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Pandora's Seed

The Unforeseen Cost of Civilization

This book is available for download with iBooks on your Mac or iOS device, and with iTunes on your computer. Books can be read with iBooks on your Mac or iOS device.


Ten thousand years ago, our species made a radical shift in its way of life: We became farmers rather than hunter-gatherers. Although this decision propelled us into the modern world, renowned geneticist and anthropologist Spencer Wells demonstrates that such a dramatic change in lifestyle had a downside that we’re only now beginning to recognize. Growing grain crops ultimately made humans more sedentary and unhealthy and made the planet more crowded. The expanding population and the need to apportion limited resources created hierarchies and inequalities. Freedom of movement was replaced by a pressure to work that is the forebear of the anxiety millions feel today. Spencer Wells offers a hopeful prescription for altering a life to which we were always ill-suited. Pandora’s Seed is an eye-opening book for anyone fascinated by the past and concerned about the future.

From Publishers Weekly

Apr 05, 2010 – More food but also disease, craziness, and anomie resulted from the agricultural revolution, according to this diffuse meditation on progress and its discontents. Wells (The Journey of Man), a geneticist, anthropologist, and National Geographic Society explorer-in-residence, voices misgivings about the breakthrough to farming 10,000 years ago, spurred by climate change. The food supply was more stable, but caused populations to explode; epidemics flourished because of overcrowding and proximity to farm animals; despotic governments emerged to organize agricultural production; and warfare erupted over farming settlements. Then came urbanism and modernity, which clashed even more intensely with our nomadic hunter-gatherer nature. Nowadays, Wells contends, we are both stultified and overstimulated, cut off from the land and alienated from one other, resulting in mental illness and violent fundamentalism. Wells gives readers an engaging rundown of the science that reconstructs the prehistoric past, but he loses focus in trying to connect that past to every contemporary issue from obesity to global warming, and his solution is unconvincingly simple: “Want less.” B&w photos.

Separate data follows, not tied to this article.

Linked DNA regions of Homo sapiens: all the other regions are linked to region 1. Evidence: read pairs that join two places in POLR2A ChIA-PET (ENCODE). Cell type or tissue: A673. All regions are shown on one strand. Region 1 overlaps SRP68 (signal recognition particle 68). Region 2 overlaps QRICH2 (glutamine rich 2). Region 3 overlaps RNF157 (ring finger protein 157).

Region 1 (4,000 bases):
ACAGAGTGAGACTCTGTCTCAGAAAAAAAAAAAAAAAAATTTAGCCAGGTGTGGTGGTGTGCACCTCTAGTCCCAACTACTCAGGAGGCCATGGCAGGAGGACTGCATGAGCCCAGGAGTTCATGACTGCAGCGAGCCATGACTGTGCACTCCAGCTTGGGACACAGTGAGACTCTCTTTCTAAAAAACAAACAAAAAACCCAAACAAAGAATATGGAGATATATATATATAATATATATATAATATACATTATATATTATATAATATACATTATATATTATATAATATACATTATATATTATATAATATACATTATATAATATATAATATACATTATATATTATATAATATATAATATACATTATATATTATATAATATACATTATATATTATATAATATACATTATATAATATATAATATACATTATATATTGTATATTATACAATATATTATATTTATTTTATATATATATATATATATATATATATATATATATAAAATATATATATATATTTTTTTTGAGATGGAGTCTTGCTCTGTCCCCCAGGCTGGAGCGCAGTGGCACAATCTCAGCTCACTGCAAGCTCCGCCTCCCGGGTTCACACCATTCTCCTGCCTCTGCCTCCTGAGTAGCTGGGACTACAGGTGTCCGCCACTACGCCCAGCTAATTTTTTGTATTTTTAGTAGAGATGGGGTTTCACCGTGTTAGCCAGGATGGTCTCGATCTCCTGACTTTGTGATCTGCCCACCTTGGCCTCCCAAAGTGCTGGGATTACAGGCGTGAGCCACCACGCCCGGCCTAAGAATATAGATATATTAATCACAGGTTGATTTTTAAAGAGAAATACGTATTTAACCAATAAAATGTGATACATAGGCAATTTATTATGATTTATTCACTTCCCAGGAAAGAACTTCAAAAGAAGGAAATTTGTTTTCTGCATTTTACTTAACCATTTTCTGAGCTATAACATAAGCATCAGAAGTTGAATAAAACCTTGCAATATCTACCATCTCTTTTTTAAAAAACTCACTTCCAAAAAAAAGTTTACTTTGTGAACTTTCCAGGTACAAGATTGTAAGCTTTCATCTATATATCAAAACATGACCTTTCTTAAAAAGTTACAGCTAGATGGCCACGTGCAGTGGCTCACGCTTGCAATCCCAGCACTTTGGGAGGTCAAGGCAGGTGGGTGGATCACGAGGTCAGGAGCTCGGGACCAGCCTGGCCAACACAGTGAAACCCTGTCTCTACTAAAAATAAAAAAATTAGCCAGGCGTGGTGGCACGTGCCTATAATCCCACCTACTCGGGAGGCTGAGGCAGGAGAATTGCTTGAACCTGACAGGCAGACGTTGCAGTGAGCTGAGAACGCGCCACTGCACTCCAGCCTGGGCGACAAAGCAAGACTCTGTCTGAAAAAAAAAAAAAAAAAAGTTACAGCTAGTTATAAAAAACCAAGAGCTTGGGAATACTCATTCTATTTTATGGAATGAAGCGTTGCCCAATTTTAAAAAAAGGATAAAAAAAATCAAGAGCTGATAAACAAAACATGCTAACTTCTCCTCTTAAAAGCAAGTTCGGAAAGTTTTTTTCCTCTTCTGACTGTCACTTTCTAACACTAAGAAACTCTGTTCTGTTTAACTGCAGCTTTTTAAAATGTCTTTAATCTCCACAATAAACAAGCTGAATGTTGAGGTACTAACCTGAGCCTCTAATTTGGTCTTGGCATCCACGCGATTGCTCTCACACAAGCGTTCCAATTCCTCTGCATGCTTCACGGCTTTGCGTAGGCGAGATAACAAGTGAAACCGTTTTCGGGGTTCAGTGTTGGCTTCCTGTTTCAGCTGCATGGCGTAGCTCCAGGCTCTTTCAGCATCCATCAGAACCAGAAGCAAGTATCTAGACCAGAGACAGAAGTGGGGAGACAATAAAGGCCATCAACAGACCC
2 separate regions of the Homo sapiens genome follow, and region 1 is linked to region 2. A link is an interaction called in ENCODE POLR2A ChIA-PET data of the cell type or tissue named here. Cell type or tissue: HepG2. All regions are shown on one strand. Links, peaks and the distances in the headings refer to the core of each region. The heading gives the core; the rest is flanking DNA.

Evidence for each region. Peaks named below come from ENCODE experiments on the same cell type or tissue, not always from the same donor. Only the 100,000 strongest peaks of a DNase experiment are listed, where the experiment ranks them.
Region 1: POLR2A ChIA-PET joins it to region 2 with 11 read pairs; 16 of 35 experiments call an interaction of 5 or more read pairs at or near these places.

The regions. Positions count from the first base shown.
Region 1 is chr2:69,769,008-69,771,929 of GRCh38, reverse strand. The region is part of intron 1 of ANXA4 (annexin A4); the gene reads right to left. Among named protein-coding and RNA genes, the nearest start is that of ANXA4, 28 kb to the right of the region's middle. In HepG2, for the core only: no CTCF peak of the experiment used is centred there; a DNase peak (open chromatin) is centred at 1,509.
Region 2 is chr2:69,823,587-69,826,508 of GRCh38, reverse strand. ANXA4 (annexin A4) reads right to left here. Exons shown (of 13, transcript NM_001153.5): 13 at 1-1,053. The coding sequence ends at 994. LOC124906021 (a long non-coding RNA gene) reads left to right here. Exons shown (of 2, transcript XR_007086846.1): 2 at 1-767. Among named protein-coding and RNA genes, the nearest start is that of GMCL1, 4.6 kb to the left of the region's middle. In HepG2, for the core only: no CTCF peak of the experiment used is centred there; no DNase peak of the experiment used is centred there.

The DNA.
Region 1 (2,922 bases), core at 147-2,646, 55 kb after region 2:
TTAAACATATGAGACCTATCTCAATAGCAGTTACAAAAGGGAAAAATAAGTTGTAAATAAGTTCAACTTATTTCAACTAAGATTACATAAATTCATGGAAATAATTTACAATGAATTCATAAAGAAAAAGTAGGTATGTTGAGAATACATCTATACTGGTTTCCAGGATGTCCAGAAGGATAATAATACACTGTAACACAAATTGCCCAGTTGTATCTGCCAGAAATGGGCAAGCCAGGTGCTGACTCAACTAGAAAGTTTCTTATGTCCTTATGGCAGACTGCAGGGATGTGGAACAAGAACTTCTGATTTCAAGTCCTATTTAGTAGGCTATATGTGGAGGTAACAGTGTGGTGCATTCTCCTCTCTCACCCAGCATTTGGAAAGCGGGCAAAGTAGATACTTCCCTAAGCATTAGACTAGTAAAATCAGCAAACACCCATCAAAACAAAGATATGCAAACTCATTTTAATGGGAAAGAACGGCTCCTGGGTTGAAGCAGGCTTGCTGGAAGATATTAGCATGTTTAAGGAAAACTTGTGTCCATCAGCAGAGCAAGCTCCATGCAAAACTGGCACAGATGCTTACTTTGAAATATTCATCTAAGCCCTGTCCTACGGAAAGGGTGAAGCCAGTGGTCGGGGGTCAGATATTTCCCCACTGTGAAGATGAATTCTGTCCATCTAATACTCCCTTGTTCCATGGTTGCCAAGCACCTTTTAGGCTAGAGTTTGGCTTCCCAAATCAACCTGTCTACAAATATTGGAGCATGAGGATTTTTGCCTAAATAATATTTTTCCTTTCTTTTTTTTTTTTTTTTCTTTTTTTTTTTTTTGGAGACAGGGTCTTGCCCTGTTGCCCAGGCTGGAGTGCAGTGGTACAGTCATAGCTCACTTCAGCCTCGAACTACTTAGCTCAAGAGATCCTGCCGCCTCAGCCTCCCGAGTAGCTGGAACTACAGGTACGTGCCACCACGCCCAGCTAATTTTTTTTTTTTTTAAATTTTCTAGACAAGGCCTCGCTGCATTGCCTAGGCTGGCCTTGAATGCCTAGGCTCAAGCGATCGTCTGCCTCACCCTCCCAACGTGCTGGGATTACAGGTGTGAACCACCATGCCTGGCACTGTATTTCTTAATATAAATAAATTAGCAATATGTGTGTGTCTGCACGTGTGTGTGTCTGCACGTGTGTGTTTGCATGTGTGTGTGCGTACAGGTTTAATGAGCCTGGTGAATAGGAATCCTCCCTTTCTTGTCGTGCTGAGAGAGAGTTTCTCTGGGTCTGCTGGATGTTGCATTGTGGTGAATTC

Customer Reviews

How Paleo Influences Neolithic

Pandora's Seed in a great read that helps tie the relevance between our paleolithic hunter-gatherer pasts with the Neolithic present day. It shows how the conscience decision to plant seeds and raise domesticated animals lead to an inevitable investment to a grounded location (unlike hunter-gatherers) that lead to surpluses of food and property that lead to governments and religion that lead to wars, and the rest is history. The line is something like the Agricultural Revolution on one end and the Industrial Revolution and modern day on the other.

The book does an excellent job of putting all the puzzle pieces together connecting the dots of our ancient ancestors to today giving us a more complete look at why we are facing the crises we are facing such as global climate change, a crumbling economy, and even touching areas like psychology and human health.

It tends to keep itself fairly general touching many different subjects but always illustrating their connections. This book has a good amount of breadth, and as expected, not too much depth in any one area. I enjoyed it a lot.

Not bad

Pandora's Seed is not a bad book, but it is not what I expected. I agree with what Dr. Wells had to say about our present society. It just seemed a bit of a stretch to blame all of the world's problems on Neolithic agriculture.

Pandora's Seed
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  • $11.99
  • Available on iPhone, iPad, iPod touch, and Mac.
  • Category: Life Sciences
  • Published: Jun 08, 2010
  • Publisher: Random House Publishing Group
  • Seller: Penguin Random House LLC
  • Print Length: 256 Pages
  • Language: English
  • Requirements: To view this book, you must have an iOS device with iBooks 1.3.1 or later and iOS 4.3.3 or later, or a Mac with iBooks 1.0 or later and OS X 10.9 or later.

Customer Ratings